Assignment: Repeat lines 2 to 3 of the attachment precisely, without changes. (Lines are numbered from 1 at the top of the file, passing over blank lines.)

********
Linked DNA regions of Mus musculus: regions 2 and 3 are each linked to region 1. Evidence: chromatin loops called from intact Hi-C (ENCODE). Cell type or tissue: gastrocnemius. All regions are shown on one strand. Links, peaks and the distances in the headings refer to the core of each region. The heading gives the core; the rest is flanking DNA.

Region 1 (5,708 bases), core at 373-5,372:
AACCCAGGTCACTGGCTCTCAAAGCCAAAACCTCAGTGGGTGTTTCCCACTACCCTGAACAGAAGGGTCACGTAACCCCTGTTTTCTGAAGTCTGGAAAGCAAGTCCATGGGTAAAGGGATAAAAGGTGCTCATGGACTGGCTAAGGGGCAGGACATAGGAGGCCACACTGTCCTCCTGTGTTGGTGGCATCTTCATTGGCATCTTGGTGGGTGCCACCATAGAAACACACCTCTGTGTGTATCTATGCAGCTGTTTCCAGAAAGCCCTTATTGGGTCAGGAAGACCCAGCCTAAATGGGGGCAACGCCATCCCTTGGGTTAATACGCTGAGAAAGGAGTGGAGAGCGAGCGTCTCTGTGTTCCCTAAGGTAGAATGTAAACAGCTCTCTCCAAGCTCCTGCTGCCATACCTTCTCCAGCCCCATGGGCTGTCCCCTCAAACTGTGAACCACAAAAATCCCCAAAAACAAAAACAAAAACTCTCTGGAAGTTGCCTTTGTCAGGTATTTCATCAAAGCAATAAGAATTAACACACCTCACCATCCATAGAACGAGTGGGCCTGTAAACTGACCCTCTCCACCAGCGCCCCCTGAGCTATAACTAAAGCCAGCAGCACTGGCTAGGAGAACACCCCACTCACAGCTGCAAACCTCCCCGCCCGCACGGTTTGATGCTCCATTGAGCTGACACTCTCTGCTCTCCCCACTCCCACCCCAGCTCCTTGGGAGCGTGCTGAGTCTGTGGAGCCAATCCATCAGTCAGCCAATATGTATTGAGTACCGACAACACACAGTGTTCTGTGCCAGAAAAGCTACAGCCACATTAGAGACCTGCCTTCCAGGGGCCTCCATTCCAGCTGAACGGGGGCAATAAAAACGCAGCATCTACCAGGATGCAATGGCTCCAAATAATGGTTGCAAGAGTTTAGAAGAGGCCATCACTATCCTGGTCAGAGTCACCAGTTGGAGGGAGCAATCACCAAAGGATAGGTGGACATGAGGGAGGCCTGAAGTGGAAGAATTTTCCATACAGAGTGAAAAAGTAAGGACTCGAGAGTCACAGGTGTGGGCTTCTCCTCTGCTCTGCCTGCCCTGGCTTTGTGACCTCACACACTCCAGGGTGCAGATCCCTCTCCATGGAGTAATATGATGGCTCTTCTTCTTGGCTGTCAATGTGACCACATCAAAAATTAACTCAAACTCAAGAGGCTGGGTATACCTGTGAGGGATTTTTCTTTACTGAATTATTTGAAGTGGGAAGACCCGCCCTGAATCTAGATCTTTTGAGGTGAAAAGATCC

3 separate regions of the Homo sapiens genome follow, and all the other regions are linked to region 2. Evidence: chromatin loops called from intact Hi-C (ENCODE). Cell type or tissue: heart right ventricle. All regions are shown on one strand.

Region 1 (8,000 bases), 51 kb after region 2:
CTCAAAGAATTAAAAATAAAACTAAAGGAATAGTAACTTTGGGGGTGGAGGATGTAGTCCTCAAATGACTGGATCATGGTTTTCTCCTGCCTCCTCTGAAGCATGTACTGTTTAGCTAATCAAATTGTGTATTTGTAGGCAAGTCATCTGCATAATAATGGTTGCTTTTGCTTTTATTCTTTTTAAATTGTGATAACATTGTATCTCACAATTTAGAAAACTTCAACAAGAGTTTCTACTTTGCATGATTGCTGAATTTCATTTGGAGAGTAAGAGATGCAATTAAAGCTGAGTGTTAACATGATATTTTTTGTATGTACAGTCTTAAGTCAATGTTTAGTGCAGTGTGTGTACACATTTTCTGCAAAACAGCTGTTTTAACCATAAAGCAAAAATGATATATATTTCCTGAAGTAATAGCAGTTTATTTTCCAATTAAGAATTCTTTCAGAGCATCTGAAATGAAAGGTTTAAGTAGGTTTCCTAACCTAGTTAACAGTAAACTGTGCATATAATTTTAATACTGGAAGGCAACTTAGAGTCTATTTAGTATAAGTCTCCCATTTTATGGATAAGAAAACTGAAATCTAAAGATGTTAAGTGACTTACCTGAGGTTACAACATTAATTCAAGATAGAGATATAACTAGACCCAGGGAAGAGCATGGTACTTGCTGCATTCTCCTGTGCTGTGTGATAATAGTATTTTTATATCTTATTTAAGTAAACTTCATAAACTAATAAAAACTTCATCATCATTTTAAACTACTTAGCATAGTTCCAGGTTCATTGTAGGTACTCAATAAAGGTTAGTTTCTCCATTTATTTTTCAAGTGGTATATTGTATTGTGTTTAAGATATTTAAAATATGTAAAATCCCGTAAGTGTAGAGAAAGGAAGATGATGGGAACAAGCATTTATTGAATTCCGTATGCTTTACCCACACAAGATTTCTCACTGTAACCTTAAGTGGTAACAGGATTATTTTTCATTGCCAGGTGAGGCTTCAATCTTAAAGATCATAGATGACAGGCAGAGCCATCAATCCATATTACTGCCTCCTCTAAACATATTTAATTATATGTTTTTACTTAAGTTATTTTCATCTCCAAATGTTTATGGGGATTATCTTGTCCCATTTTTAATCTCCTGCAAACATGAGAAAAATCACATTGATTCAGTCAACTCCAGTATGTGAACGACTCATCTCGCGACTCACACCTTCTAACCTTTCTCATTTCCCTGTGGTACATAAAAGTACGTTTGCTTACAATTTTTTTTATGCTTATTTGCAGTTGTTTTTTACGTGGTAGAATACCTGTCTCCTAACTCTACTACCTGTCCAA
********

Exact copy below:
Region 1 (5,708 bases), core at 373-5,372:
AACCCAGGTCACTGGCTCTCAAAGCCAAAACCTCAGTGGGTGTTTCCCACTACCCTGAACAGAAGGGTCACGTAACCCCTGTTTTCTGAAGTCTGGAAAGCAAGTCCATGGGTAAAGGGATAAAAGGTGCTCATGGACTGGCTAAGGGGCAGGACATAGGAGGCCACACTGTCCTCCTGTGTTGGTGGCATCTTCATTGGCATCTTGGTGGGTGCCACCATAGAAACACACCTCTGTGTGTATCTATGCAGCTGTTTCCAGAAAGCCCTTATTGGGTCAGGAAGACCCAGCCTAAATGGGGGCAACGCCATCCCTTGGGTTAATACGCTGAGAAAGGAGTGGAGAGCGAGCGTCTCTGTGTTCCCTAAGGTAGAATGTAAACAGCTCTCTCCAAGCTCCTGCTGCCATACCTTCTCCAGCCCCATGGGCTGTCCCCTCAAACTGTGAACCACAAAAATCCCCAAAAACAAAAACAAAAACTCTCTGGAAGTTGCCTTTGTCAGGTATTTCATCAAAGCAATAAGAATTAACACACCTCACCATCCATAGAACGAGTGGGCCTGTAAACTGACCCTCTCCACCAGCGCCCCCTGAGCTATAACTAAAGCCAGCAGCACTGGCTAGGAGAACACCCCACTCACAGCTGCAAACCTCCCCGCCCGCACGGTTTGATGCTCCATTGAGCTGACACTCTCTGCTCTCCCCACTCCCACCCCAGCTCCTTGGGAGCGTGCTGAGTCTGTGGAGCCAATCCATCAGTCAGCCAATATGTATTGAGTACCGACAACACACAGTGTTCTGTGCCAGAAAAGCTACAGCCACATTAGAGACCTGCCTTCCAGGGGCCTCCATTCCAGCTGAACGGGGGCAATAAAAACGCAGCATCTACCAGGATGCAATGGCTCCAAATAATGGTTGCAAGAGTTTAGAAGAGGCCATCACTATCCTGGTCAGAGTCACCAGTTGGAGGGAGCAATCACCAAAGGATAGGTGGACATGAGGGAGGCCTGAAGTGGAAGAATTTTCCATACAGAGTGAAAAAGTAAGGACTCGAGAGTCACAGGTGTGGGCTTCTCCTCTGCTCTGCCTGCCCTGGCTTTGTGACCTCACACACTCCAGGGTGCAGATCCCTCTCCATGGAGTAATATGATGGCTCTTCTTCTTGGCTGTCAATGTGACCACATCAAAAATTAACTCAAACTCAAGAGGCTGGGTATACCTGTGAGGGATTTTTCTTTACTGAATTATTTGAAGTGGGAAGACCCGCCCTGAATCTAGATCTTTTGAGGTGAAAAGATCC